Rolf Allenspach, manager at the IBM research laboratory in RüschlikonOne idea on how to speed up communication within a chip is being pursued by Hans Sigg, head of the PSI research group on quantum technologies: We want to install tiny lasers on the chip. This could make the electronics work much more efficiently, because light too can transmit data. It is fast, and the beams can intersect, enabling a new, denser layout of elements on the chip.In optical fibre networks today, light signals are transported over long distances with practically no loss, but integrating light into the chip has not yet been successful. We are trying, among other things, to do it with germanium under tensile stress, Sigg explains. If you pull germanium apart, you can make it emit light. So far, however, this only works at low temperatures. We still don’t know if we will succeed, Sigg says. But that’s in the nature of research.
Thorsten Schmitt: How electrons flow
Thorsten Schmitt sees it in a similar way: It’s only when we work on fundamental questions that new discoveries can occur, says the head of the PSI research group for spectroscopy of novel materials. He is standing in the circular building of SLS in an experiment area where the X-ray beam terminates at two stations – in a complex, five-metre-long instrument as well as a large hemisphere. With this setup the researchers have been able to show how a component made from gallium nitride, which is already used in smartphones, can be further improved. Here researchers can look inside materials and watch the electrons flow, thus carrying out experiments on the living transistor. Schmitt’s special focus is on exotic materials that can be switched between insulating and electrically conductive behaviour. They consist of certain metal atoms and oxygen. Such so-called transition metal oxides are good candidates for particularly reliable transistors, Schmitt says.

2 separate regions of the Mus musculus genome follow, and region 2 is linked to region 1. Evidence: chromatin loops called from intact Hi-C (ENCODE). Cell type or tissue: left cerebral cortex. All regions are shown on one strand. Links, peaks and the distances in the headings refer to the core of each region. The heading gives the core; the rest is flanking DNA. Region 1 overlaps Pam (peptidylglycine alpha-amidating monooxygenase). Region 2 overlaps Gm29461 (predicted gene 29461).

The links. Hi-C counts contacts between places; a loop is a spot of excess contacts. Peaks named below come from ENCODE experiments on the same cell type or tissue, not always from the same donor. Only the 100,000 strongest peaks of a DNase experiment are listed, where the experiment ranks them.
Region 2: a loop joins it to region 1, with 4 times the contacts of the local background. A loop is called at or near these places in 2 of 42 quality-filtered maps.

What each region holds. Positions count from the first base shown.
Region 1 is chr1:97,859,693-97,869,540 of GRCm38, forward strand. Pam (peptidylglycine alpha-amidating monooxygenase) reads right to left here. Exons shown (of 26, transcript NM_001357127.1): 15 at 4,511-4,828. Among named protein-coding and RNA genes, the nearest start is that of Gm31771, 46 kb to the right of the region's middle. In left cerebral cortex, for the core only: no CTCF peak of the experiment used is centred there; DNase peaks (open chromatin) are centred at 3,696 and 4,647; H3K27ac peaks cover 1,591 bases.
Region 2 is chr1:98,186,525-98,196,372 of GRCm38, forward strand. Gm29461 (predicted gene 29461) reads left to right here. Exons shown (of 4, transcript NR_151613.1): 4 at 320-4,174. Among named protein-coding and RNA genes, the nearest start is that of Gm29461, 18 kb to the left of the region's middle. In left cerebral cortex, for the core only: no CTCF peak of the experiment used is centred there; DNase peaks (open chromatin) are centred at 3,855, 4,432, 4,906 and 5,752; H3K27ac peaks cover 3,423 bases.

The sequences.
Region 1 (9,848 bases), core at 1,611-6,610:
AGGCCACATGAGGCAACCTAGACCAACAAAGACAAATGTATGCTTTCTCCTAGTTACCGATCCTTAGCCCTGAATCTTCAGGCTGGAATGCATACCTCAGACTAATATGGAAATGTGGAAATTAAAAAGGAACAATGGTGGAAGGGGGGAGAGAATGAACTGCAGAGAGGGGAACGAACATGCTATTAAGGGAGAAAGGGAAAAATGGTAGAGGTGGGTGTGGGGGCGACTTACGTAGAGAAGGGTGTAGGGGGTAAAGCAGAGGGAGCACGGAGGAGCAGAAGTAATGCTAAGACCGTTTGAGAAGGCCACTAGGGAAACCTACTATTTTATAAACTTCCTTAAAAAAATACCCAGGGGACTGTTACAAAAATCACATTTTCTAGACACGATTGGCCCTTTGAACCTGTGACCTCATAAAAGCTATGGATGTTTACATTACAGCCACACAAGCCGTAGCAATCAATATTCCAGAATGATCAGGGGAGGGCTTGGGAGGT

Ekaterina Pomjakushina: Massless through new materials
For their investigations, the researchers need material samples of the highest quality. Ekaterina Pomjakushina and her team grow perfect crystals. The head of the PSI research group for solid-state chemistry opens the door to her lab: Here’s our monster, she says with a laugh, pointing to the big, snow-white special oven. Its interior is lined with brightly polished mirrors. The oven works optically, Pomjakushina explains. The light of a xenon lamp is focused by the mirrors so that the temperature reaches 3000 degrees. Here crystals grow from different starting materials, assembled beforehand in smaller ovens. Doing this requires a lot of intuition in addition to chemical knowledge. It’s like in the kitchen, the scientist says: If you want to prepare a complicated soup, you have to put the ingredients into the pot in the right order and, in the end, add the right spices. Then you get something wonderful.